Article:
I do wear a helmet while mountain biking because this is riskier and I acknowledge I take more risks. Just like race car drivers wear helmets while racing, but not when going to buy milk from the shops. There is a difference.


      2. Simon Kennett

        I agree that anecdotes are esentially meaningless at a population level, but they are very powerful at a personal level.

        The recently completed Transport Perceptions survey found that cyclists are more likely to think that cycling is unsafe or very unsafe than the general population. What this says to me is that it’s not so much the appearance that cycling is dangerous that we need to worry about, it’s the actual experience (which is a scary one for over 50% of cyclists in the Wellington region) that is the problem. Driver/cyclist training and better infrastructure are where there’s good progress to be made in our life-times.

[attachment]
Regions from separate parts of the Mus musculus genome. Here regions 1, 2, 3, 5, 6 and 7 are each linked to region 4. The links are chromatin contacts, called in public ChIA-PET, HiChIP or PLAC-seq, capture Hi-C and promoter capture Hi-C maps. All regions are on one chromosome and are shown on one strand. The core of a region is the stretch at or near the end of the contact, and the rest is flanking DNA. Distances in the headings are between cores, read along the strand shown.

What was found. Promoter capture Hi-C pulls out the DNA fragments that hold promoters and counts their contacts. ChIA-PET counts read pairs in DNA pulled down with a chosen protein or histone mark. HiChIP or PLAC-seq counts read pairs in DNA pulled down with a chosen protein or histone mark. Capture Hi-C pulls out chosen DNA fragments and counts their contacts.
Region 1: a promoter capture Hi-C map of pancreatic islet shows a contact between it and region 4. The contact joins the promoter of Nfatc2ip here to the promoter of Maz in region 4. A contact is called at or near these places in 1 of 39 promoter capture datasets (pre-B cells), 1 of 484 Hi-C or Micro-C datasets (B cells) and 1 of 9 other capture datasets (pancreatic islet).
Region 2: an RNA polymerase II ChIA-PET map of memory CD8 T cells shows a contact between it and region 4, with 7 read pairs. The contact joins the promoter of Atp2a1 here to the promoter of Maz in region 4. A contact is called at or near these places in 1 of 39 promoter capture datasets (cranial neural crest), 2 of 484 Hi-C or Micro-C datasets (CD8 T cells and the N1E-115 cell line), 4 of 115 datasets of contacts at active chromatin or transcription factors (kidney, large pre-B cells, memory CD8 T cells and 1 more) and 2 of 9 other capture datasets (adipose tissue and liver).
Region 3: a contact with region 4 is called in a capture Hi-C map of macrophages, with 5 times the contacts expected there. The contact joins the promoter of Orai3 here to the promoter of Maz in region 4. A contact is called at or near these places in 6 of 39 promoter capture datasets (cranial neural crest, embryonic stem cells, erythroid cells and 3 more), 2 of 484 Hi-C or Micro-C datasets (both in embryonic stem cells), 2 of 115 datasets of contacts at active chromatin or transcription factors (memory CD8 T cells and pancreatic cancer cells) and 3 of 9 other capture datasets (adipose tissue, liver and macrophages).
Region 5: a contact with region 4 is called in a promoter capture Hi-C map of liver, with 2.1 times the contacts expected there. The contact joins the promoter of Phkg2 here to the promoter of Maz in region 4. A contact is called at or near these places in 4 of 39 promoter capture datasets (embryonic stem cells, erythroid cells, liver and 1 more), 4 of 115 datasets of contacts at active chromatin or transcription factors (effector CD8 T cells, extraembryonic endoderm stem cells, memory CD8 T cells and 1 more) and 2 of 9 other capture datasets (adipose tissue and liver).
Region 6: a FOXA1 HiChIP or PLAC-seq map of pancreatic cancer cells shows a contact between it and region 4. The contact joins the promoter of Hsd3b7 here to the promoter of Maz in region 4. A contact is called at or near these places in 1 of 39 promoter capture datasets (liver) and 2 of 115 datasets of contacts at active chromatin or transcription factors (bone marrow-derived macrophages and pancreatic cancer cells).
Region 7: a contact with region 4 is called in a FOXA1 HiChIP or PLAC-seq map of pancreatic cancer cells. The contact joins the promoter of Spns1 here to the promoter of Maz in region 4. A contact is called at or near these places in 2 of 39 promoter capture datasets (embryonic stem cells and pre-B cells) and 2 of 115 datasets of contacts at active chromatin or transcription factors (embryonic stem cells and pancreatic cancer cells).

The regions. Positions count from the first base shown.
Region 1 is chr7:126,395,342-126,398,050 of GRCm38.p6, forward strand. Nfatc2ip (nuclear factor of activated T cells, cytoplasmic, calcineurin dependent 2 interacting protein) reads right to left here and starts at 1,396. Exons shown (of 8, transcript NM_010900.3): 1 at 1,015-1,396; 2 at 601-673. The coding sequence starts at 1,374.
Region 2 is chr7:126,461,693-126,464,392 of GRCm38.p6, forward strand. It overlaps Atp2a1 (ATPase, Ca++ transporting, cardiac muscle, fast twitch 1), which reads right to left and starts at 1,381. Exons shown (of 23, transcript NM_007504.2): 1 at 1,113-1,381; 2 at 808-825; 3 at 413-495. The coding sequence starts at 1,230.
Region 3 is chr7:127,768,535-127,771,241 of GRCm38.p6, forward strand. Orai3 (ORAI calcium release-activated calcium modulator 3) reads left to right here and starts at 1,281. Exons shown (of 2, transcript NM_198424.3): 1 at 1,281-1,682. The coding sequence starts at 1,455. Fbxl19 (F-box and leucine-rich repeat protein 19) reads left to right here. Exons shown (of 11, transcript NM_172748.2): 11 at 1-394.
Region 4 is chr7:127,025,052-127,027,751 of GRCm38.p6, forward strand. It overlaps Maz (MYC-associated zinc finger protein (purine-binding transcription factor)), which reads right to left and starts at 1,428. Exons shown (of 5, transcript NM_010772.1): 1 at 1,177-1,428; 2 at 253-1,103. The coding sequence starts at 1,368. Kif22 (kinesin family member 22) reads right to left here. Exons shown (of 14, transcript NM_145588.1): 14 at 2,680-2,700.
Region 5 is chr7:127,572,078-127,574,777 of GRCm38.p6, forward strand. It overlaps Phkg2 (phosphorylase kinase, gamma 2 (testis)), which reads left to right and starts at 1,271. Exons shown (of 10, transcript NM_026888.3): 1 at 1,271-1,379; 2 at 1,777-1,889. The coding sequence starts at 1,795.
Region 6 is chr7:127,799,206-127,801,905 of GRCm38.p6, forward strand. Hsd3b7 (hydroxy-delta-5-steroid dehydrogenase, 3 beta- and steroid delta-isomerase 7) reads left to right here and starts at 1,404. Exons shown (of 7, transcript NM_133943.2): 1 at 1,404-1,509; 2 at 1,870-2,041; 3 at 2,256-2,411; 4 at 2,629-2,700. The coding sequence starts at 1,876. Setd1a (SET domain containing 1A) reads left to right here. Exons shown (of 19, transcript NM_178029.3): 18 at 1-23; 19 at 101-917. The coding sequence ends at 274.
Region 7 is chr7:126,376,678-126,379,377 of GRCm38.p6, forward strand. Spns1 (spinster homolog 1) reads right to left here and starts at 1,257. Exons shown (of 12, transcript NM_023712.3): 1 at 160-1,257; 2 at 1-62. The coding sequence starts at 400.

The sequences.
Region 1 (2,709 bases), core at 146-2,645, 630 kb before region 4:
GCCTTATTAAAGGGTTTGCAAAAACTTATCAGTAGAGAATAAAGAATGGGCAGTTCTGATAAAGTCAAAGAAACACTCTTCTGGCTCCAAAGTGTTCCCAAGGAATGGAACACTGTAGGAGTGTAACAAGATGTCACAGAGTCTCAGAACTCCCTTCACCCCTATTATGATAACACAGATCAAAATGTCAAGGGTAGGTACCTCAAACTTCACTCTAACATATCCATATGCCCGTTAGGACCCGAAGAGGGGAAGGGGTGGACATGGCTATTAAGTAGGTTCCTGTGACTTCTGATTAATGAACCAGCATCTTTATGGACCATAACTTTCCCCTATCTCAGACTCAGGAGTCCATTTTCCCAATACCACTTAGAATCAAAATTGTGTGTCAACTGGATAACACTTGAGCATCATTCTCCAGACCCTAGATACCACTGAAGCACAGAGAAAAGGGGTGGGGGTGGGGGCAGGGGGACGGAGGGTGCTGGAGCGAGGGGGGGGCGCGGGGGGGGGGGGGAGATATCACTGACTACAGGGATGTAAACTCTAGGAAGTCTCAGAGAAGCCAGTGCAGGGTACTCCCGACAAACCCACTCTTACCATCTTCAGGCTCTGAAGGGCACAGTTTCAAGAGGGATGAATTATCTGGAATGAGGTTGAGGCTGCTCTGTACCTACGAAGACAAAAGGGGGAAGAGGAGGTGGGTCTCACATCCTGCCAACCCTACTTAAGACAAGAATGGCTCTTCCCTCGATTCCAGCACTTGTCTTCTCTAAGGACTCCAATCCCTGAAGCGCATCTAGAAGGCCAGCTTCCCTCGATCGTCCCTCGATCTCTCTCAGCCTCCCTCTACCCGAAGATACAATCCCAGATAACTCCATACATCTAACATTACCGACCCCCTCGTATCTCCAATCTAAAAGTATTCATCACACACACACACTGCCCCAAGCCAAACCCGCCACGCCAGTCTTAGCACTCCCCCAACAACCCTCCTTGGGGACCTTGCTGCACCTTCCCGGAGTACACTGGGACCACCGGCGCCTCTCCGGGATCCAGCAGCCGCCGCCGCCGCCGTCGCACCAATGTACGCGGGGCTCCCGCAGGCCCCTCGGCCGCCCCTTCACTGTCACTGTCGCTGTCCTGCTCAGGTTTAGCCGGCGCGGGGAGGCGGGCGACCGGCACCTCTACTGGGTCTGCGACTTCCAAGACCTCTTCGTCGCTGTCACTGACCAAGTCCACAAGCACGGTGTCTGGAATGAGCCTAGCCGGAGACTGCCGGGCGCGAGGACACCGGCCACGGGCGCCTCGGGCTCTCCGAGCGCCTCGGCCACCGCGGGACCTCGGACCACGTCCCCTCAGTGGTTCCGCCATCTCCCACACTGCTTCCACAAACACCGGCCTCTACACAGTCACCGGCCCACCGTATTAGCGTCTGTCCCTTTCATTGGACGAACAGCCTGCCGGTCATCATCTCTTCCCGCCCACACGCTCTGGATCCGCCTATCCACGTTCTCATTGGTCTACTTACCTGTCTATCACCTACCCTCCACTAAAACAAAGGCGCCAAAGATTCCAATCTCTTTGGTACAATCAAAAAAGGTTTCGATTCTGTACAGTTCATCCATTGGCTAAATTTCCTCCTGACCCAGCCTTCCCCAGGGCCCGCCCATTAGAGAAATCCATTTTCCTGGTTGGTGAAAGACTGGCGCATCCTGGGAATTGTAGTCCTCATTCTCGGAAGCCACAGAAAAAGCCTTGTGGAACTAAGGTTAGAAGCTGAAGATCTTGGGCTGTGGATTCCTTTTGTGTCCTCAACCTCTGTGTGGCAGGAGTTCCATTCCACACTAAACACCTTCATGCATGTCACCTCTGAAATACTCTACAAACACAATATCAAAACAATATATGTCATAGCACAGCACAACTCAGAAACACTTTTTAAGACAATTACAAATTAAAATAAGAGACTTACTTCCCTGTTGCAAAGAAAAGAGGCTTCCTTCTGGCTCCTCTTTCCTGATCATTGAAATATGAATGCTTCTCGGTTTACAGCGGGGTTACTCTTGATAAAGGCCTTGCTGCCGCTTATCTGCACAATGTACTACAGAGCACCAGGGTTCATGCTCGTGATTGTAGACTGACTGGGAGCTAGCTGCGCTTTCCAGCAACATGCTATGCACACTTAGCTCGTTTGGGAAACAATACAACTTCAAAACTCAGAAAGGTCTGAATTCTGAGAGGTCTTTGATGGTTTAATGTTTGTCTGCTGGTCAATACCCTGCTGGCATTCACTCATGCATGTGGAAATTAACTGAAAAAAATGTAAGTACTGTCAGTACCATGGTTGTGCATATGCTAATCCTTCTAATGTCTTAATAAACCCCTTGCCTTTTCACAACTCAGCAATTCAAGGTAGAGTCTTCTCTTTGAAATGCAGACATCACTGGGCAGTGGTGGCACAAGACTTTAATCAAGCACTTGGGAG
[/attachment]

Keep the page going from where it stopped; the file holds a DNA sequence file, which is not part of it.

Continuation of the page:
19. Another anecdote, but still….
    I have twice seen people wipe out in slippery conditions and smash their head — no cars involved. Both times the rider wore a helmet, and both times the helmet prevented a serious head injury.
    Also, in uni, my roommate was hit by a truck and he landed squarely on his forehead. His concussion was severe and he was never the same guy after that.
    I feel safer wearing a helmet, but…
    some more data on this issue would be grand.


  20. Nigel

    A quote from a recent Dompost article about a drowning, and the inevitable call for life-jacket compulsion:
    Associate Transport Minister Simon Bridges said: “In the absence of good evidence that compulsory wearing of lifejackets will make a safety difference, I don’t think that New Zealanders will thank me for over-regulating in this area.”


  21. Chris Glover Kapiti coast NZ

    Bicycle helmet laws make cycling dangerous by reducing the effect of safety in numbers and increasing risk compensation. pushbike helmet laws put a lot of people off cycling, which is bad for public health and the environment and leads to less demand for better, safer conditions for cycling.
    Pushbike helmet laws reduce the quality of life in many ways.
    Scrap this evil law.


  22. Chris Glover Kapiti Coast NZ

    These are well known and researched facts.